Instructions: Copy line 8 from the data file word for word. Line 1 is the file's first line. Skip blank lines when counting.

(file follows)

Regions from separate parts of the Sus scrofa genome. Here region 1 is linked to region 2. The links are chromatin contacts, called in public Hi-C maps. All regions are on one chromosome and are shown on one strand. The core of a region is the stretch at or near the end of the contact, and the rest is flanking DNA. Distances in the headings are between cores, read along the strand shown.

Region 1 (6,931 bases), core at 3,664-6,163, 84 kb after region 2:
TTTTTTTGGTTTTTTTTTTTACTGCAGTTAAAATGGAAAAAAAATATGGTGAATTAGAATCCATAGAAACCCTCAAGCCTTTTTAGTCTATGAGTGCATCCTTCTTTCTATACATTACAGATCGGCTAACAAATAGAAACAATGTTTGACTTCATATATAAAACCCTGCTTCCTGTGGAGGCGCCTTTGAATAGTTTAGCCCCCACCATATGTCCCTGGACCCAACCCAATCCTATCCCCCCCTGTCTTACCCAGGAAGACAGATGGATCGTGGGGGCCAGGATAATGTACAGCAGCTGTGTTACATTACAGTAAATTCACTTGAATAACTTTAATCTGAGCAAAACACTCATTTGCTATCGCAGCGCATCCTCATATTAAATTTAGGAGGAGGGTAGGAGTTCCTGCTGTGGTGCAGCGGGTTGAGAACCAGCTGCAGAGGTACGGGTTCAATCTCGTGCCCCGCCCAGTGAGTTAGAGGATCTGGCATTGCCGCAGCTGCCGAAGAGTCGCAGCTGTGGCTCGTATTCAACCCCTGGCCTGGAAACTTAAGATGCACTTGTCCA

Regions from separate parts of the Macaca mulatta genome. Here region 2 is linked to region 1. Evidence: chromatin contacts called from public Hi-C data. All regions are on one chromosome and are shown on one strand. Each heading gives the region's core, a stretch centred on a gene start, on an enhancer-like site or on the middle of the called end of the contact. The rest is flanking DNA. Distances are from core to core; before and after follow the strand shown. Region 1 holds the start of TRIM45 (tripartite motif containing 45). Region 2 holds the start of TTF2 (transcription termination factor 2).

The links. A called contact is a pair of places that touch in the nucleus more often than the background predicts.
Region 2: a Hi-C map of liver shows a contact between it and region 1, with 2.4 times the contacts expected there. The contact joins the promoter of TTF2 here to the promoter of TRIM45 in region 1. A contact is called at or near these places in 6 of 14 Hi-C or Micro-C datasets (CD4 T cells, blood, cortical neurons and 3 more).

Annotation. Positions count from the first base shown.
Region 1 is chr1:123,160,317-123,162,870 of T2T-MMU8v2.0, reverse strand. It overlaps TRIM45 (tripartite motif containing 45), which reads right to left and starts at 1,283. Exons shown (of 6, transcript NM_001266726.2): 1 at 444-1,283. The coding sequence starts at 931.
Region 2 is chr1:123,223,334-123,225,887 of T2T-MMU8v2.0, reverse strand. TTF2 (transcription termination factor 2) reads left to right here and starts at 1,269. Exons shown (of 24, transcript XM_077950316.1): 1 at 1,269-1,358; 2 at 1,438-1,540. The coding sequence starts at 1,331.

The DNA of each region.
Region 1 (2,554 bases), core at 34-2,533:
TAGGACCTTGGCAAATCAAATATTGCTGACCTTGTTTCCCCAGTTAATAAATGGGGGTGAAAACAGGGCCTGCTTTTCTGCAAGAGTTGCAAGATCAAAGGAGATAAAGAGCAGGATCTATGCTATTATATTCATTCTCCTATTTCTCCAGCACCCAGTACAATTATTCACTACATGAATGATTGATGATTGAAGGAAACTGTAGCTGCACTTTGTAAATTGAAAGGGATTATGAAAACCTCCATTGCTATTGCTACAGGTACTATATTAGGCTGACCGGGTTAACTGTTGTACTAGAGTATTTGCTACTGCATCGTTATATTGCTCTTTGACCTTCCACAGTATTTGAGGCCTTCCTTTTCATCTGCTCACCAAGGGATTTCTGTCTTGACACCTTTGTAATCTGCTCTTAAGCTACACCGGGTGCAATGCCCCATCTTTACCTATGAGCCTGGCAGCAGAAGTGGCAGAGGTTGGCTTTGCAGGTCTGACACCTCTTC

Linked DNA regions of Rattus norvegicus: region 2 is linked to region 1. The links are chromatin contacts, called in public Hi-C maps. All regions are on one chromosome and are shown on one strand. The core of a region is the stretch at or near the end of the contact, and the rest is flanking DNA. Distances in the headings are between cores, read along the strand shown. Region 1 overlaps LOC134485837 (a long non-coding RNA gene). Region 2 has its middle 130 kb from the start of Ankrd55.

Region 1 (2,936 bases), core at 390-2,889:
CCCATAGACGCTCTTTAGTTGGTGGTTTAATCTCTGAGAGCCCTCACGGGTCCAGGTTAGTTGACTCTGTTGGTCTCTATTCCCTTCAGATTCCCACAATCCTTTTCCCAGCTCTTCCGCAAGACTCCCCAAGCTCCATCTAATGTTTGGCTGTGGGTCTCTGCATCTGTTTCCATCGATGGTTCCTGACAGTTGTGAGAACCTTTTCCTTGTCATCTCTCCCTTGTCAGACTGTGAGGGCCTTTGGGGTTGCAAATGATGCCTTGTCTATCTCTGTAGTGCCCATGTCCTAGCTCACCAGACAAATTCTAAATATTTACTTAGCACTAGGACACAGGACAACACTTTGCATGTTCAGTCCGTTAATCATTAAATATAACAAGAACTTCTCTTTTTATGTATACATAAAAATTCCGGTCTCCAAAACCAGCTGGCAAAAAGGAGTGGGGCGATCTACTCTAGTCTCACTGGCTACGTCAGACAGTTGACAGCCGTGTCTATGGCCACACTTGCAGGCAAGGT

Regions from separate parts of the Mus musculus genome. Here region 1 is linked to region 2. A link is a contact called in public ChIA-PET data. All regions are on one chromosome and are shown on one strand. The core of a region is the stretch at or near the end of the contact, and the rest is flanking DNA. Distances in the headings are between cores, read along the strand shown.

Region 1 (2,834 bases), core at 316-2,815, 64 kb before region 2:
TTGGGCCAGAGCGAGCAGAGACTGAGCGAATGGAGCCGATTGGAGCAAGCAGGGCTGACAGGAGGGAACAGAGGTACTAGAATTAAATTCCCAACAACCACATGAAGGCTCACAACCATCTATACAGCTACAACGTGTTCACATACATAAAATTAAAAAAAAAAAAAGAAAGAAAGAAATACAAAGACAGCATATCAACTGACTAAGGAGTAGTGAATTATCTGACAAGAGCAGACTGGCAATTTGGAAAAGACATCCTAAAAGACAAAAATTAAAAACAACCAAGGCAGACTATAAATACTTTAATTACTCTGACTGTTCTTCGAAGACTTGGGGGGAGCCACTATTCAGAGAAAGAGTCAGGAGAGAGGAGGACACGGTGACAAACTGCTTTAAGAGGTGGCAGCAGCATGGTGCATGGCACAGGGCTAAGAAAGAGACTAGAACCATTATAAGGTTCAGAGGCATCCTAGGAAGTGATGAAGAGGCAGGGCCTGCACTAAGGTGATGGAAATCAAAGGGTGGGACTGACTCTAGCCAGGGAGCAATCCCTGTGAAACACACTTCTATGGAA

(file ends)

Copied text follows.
Region 1 is chr1:123,160,317-123,162,870 of T2T-MMU8v2.0, reverse strand. It overlaps TRIM45 (tripartite motif containing 45), which reads right to left and starts at 1,283. Exons shown (of 6, transcript NM_001266726.2): 1 at 444-1,283. The coding sequence starts at 931.